With that in mind, most of the bikes we saw at this year’s Tour were fitted with long stems and narrow handlebars, to help the riders get stretched out and lower their frontal area.

36cm Deda handlebar on Caleb Ewan's prototype Ridley before the 2023 Tour de France
Caleb Ewan’s cockpit is about as long and narrow as they come. – George Scott / Our Media

Caleb Ewan, for example, had a Deda integrated handlebar on his new Ridley with an enormous 14cm stem and a super-narrow 36cm handlebar – perfect for helping the diminutive sprinter squeeze through tight spaces in the bunch.

While seeing the narrowest bar widths on the bikes of smaller riders isn’t a surprise, even taller riders are using skinny bars at the Tour these days too.

36cm handlebar on Ben O'Connor's prototype BMC aero road bike before the 2023 Tour de France
Even taller riders, such as Ben O’Connor, are using narrow bars these days. – George Scott / Our Media

AG2R-Citroen’s Ben O’Connor, for example, is reportedly 188cm tall, but had a 36cm wide handlebar (also paired with a 14cm stem) on his prototype BMC aero bike.

Even climbers, such as Richard Carapaz (EF Education-EasyPost) and Jonas Vingegaard, are using relatively narrow 38cm handlebars – presumably they don’t mind giving up a little leverage for the potential aero gain.

38cm-wide Vision ACR integrated handlebar on Richard Carapaz's Cannondale SuperSix Evo before the 2023 Tour de France
Richard Carapaz had a 38cm wide bar on his Cannondale SuperSix Evo. – George Scott / Our Media

The widest bars we saw in Bilbao were just 40 centimetres wide – on Mathieu van der Poel’s Canyon Aeroad and Mark Cavendish’s Wilier Filante SLR, although, like many, van der Poel turns his brake hoods in, which effectively gives him a narrower position hand.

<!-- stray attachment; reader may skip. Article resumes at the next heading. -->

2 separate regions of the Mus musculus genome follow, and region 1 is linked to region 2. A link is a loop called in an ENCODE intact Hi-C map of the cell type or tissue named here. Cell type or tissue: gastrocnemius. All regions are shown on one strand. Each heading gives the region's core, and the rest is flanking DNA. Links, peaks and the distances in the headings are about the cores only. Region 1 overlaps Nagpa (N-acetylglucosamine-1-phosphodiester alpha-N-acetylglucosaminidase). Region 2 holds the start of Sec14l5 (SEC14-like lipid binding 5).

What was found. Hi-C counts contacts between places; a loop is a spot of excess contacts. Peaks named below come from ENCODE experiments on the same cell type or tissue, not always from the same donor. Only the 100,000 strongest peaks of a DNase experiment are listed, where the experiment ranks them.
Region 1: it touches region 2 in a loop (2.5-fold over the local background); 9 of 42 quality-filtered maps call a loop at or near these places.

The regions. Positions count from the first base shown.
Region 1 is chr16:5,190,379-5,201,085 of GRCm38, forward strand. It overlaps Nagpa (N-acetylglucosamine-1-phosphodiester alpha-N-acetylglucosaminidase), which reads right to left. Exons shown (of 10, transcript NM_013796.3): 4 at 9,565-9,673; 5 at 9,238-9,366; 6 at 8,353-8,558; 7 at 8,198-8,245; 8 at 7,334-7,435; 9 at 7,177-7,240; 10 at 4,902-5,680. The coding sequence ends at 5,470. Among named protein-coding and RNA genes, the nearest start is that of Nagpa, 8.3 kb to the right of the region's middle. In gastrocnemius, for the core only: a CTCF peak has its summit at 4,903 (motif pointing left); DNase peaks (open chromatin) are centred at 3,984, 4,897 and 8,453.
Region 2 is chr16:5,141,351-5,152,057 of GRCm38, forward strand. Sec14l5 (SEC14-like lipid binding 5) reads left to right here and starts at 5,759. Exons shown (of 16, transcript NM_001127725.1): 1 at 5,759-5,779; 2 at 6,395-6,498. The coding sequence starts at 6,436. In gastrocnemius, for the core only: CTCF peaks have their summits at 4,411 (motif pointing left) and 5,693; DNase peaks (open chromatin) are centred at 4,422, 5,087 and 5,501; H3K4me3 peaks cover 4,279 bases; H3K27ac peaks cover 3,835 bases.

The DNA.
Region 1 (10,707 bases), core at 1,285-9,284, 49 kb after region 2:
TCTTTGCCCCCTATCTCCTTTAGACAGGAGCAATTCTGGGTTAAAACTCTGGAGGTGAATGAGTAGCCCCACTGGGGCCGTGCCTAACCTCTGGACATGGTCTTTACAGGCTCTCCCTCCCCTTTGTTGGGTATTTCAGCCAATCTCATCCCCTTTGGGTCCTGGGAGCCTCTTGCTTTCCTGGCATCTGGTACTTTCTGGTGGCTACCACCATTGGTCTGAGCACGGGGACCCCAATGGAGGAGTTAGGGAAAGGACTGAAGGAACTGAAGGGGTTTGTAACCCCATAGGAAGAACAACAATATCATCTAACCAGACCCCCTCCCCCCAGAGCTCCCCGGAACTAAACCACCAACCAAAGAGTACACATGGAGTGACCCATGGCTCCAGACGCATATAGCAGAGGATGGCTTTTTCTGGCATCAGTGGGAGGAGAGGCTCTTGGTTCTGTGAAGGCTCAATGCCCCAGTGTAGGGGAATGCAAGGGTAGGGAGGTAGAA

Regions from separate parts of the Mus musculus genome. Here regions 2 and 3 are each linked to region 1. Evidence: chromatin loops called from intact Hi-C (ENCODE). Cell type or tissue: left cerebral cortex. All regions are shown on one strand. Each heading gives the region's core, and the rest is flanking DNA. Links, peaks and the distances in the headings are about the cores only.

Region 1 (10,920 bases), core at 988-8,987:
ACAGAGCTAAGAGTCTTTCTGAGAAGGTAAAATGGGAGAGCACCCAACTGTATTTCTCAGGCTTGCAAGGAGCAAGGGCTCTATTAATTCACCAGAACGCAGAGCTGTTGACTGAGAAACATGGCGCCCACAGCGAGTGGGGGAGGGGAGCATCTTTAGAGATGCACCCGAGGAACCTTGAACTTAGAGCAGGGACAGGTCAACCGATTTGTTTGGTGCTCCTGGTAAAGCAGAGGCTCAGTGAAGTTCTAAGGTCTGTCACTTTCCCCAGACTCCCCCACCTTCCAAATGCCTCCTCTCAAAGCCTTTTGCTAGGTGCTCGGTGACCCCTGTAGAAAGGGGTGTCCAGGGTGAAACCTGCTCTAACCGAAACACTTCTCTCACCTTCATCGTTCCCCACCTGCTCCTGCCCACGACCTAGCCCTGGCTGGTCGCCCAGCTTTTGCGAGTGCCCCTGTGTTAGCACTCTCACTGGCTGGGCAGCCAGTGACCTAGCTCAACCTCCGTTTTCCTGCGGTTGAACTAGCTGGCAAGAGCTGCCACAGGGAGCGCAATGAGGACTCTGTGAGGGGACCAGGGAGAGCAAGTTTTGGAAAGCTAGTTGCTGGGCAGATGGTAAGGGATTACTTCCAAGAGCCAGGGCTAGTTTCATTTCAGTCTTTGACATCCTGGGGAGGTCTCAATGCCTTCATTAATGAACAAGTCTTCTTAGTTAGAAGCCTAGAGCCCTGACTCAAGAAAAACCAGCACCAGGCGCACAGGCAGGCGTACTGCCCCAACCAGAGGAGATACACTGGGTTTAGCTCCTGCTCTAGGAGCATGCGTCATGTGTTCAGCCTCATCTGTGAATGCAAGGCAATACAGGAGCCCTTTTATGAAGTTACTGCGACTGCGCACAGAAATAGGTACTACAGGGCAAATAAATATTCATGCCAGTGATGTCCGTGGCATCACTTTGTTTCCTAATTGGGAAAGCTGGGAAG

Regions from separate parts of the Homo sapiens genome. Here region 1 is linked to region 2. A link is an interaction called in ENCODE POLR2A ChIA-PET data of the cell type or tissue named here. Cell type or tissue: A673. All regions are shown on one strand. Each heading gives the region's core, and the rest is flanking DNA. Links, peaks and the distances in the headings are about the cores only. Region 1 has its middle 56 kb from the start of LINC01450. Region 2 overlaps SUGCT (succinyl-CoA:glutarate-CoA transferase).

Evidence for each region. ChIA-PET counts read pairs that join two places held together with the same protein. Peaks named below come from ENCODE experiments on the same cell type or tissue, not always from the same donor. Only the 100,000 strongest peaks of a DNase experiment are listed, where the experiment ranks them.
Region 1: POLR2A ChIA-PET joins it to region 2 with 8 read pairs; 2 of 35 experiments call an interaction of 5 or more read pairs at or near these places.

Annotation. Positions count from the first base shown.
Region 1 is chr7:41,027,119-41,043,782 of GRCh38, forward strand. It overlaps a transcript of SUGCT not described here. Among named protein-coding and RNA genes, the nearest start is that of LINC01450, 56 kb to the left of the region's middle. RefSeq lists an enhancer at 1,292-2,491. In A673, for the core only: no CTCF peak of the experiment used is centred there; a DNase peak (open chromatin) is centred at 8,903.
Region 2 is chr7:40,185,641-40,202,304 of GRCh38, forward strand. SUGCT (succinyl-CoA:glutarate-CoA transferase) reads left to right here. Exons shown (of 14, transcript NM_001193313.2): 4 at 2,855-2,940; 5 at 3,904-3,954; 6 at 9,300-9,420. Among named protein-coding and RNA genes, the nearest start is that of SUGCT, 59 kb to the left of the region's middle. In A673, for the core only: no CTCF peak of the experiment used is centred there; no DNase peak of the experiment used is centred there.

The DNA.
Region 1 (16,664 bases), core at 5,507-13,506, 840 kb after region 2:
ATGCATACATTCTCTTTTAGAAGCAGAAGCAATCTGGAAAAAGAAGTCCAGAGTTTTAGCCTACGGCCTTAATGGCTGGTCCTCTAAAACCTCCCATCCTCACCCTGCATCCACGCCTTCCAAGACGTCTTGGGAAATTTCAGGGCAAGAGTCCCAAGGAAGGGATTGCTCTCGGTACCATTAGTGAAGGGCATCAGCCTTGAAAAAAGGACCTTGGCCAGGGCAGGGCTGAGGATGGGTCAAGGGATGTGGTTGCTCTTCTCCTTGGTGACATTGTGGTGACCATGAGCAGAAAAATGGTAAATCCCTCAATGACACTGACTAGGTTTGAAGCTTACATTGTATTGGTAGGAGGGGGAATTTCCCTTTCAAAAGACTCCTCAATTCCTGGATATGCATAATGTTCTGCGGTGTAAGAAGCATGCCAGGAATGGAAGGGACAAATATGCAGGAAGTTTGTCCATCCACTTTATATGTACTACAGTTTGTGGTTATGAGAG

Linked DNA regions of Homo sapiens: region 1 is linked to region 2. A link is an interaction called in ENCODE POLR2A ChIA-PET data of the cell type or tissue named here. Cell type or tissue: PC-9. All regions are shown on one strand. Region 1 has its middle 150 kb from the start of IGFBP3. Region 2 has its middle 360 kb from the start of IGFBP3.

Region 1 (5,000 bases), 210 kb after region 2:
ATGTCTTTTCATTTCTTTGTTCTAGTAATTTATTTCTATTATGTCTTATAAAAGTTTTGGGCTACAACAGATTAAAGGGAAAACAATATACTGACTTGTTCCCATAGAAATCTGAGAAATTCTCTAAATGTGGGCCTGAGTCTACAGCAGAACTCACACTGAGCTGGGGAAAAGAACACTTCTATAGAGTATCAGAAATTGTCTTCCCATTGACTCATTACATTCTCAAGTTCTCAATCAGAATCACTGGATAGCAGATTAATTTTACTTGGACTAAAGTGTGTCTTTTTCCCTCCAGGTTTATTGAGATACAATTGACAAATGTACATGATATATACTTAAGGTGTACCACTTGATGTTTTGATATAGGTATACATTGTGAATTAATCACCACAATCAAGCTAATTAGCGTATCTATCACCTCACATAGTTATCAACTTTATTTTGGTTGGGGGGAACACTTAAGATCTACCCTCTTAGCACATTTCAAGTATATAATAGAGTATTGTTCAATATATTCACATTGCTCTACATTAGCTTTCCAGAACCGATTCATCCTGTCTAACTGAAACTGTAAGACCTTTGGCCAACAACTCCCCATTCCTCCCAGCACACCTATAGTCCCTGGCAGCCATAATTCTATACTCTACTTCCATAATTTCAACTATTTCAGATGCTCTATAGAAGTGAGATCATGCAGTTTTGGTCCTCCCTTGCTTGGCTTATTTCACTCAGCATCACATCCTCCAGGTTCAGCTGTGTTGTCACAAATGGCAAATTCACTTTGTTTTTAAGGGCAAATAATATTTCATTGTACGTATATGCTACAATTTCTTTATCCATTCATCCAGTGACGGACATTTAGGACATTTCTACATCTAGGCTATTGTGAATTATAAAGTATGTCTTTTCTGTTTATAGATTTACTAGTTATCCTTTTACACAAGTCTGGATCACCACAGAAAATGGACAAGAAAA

Of course, there likely are some riders in the bunch still on 42 or 44cm wide handlebars, but it’s certainly a dwindling number.

Haves and have-nots

Tadej Pogačar's Colnago V4Rs
Tadej Pogačar’s Colnago V4Rs was dripping with expensive aftermarket upgrades, such as these Carbon Ti chainrings. – Simon von Bromley / Our Media

There’s no budget cap in professional cycling and a race like the Tour de France can painfully expose the differences between teams even at the top of the sport.

Some UAE Team Emirates riders, for example, appeared to have every piece of bling available – from the time trial-specific GP5000 TT TR tyres already mentioned, to ENVE wheels and components, weight weenie parts such as Carbon Ti chainrings and brake rotors, and ultra-light custom carbon seat posts.

Tadej Pogačar's Colnago V4Rs
Pogačar’s Carbon Ti brake rotors have a claimed weight of 98g and a price of €220 per rotor. – Simon von Bromley / Our Media

In contrast, though, Peter Sagan and his Total Energies teammates are still running the previous generation Dura-Ace Di2 R9100 groupset and Specialized Turbo Cotton clincher tyres that were launched nearly 10 years ago.

There’s nothing wrong with 11-speed Dura-Ace, of course – just because there’s something new available, doesn’t mean the old stuff is suddenly rubbish – and the Turbo Cotton tyres are still regarded as some of the fastest clinchers ever made.

French Valentin Ferron of Total Energies pictured in action during the second stage of the Tour de France
The Total Energies team are still using the previous generation Dura-Ace groupsets at this year’s Tour. – DIRK WAEM/BELGA MAG/AFP via Getty Images

However, it’s hard to ignore the obvious disparities between one of the best-funded teams in the peloton and one which perhaps isn’t quite as flush with cash.

That said, it’s fair to question how much of a difference all of this makes.

It doesn’t matter how posh the bike is – the rider still has to turn the pedals, after all.

Tadej Pogačar's Colnago V4Rs
Tadej Pogačar’s Colnago V4Rs was also sporting what appeared to be an unbranded Darimo carbon seatpost – a €319 upgrade. – Simon von Bromley / Our Media

But considering the margins between winning and losing can be so small at this level, these small differences can add up, especially over the course of a three-week Grand Tour.

Maybe it’s time to introduce budget caps in cycling and level the playing field a bit? Let us know what you think in the comments.